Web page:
HOD - Serpent
Ibex Moon Records
Black/Death Metal
7 songs (36'47")
Release year: 2009
Reviewed by Alex

I have started writing my review for Hod’s Serpent when I got the word that their rehearsal place was robbed, and some of their equipment was missing. Not that I have any compassion for the thieves, but god have mercy on their soul if Hod were to nail them and treat them according to how their music sounds. Taking their name from one of the northern gods, and taking the myth further, where this god is turning into a plotting vengeful creature, I can see it how Hod members can be already planning the direction into which to twist the balls of the alleged perpetrators.

If Serpent is any indication, the thieves are to experience punishment both brutal and exquisite. Possessing a large degree of trademark Texas meanness, Hod roll both equal helpings of death and black into their war metal. At the same time tracks like Victims and God of Darkness and Winter are not all barrage all the time. Sure enough Dennis Sanders spends the good deal of time blasting, but in between he has very interesting fills, taking after Proscriptor, who happened to master Serpent. The album is not a mess of cranium crashing noise, but instead takes on the crazy sinister edge, the reptile shown on the cover slithering down listener’s spine. Hod’s guitarists engage in mad and maddening solos (Ritual of Vengeance), sounding like squeaks coming out when ancient evil tomb is being opened (God of Darkness and Winter). They grind (Ritual of Vengeance), thrash (Demoralizer) or rise and fall in their tremolos constantly (Serpent of the Nightmare Empire), without bending every single note, like their statemates Averse Sefira did on Advent Parallax. Most importantly, all of these squeals and slit wrists lead somewhere, Nine Days reaching a definite and clear apotheosis. The grinding guitars my be pushed a bit too far into background, letting the vocals and drums take front stage (Ritual of Vengeance), which may not be the best approach to deliver this music, but no one should be able to accuse Hod guitarists in lack of skills (Demoralizer). Vocalist Beer Reebs completes the picture of this juggernaut and he mostly goes for the gurgling growl or he purses his lips spitting out evil demonic laughter.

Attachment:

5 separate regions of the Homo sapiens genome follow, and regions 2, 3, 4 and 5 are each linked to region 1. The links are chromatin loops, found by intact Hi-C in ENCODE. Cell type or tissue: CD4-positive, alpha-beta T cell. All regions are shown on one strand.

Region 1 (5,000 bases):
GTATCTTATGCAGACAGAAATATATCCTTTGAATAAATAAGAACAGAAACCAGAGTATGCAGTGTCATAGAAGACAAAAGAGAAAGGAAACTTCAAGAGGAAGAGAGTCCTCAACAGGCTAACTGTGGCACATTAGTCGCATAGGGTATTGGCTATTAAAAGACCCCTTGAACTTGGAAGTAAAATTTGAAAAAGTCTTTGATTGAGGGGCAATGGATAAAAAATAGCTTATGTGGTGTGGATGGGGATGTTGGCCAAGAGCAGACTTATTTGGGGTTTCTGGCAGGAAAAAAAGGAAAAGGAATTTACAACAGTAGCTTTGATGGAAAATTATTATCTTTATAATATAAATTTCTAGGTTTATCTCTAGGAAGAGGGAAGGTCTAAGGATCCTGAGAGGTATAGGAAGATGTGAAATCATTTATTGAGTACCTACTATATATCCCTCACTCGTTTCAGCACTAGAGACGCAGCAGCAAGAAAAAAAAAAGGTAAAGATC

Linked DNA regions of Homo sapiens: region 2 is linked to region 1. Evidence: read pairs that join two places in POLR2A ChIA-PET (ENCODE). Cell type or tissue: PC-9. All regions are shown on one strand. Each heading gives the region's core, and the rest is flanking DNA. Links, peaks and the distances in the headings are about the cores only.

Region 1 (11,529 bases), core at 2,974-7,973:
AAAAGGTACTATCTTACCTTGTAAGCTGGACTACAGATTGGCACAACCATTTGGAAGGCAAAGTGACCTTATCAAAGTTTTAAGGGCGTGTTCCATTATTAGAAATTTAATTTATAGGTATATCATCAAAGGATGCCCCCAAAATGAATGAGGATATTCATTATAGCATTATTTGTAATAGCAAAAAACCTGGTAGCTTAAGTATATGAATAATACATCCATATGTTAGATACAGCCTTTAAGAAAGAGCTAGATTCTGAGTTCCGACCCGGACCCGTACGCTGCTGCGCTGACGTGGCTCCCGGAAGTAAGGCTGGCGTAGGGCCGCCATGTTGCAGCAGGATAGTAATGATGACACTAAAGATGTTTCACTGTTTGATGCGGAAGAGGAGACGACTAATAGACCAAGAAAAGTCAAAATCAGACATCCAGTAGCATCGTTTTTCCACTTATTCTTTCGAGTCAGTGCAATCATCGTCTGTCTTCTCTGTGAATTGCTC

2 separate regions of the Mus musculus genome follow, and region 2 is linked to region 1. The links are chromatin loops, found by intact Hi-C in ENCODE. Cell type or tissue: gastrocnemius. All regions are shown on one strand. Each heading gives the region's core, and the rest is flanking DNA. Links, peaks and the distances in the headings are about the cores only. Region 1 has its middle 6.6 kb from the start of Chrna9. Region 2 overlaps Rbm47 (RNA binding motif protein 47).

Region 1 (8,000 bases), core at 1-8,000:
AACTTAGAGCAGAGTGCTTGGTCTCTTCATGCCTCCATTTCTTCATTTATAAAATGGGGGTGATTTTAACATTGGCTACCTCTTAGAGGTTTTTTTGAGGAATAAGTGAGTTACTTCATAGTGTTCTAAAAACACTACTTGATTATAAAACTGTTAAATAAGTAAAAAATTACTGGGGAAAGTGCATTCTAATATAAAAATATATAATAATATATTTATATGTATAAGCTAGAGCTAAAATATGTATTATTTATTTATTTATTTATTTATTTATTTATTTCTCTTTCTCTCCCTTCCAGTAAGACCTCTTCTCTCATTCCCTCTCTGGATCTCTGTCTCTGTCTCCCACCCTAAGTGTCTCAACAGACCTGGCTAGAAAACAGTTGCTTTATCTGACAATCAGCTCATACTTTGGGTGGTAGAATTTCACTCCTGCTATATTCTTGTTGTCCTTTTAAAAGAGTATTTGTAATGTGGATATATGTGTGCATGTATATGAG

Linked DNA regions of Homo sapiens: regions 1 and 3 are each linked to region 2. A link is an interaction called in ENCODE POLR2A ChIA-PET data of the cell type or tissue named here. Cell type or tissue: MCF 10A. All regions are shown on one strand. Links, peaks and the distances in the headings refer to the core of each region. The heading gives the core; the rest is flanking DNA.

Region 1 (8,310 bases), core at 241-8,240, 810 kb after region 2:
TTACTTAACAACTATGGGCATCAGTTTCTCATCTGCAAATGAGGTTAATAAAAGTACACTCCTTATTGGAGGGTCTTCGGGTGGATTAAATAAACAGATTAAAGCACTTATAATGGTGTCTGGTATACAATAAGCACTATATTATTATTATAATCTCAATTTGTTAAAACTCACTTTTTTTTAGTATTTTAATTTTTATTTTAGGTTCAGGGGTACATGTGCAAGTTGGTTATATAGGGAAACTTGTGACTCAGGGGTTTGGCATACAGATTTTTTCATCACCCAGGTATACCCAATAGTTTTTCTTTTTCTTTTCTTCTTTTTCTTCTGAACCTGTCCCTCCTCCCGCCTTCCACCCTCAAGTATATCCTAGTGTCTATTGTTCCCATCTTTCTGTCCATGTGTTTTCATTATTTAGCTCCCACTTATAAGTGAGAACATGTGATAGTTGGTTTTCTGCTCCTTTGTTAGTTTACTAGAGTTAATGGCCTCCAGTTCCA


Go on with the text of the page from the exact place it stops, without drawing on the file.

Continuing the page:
So imagine the poor soul who raised his hand at Hod’s equipment is caught. Just as his face will be bashed in with heavy objects, the scalpel will be used as well so the Hod’s signature can be carved into his skin. The latter couple of tracks on Serpent may be a little less profound, but by then the crook is a pile of collapsed bloody muddle anyway. I have a feeling the fans of early Nile (In Their Darkened Shrines cover resemblance pure coincidence), Absu and Obeisance might go for just this sort of stuff.

Killing Songs :
God of Darkness and Winter, Demoralizer
Alex quoted 70 / 100
Other albums by HOD that we have reviewed:
HOD - The Book of the Worm reviewed by Andy and quoted 76 / 100
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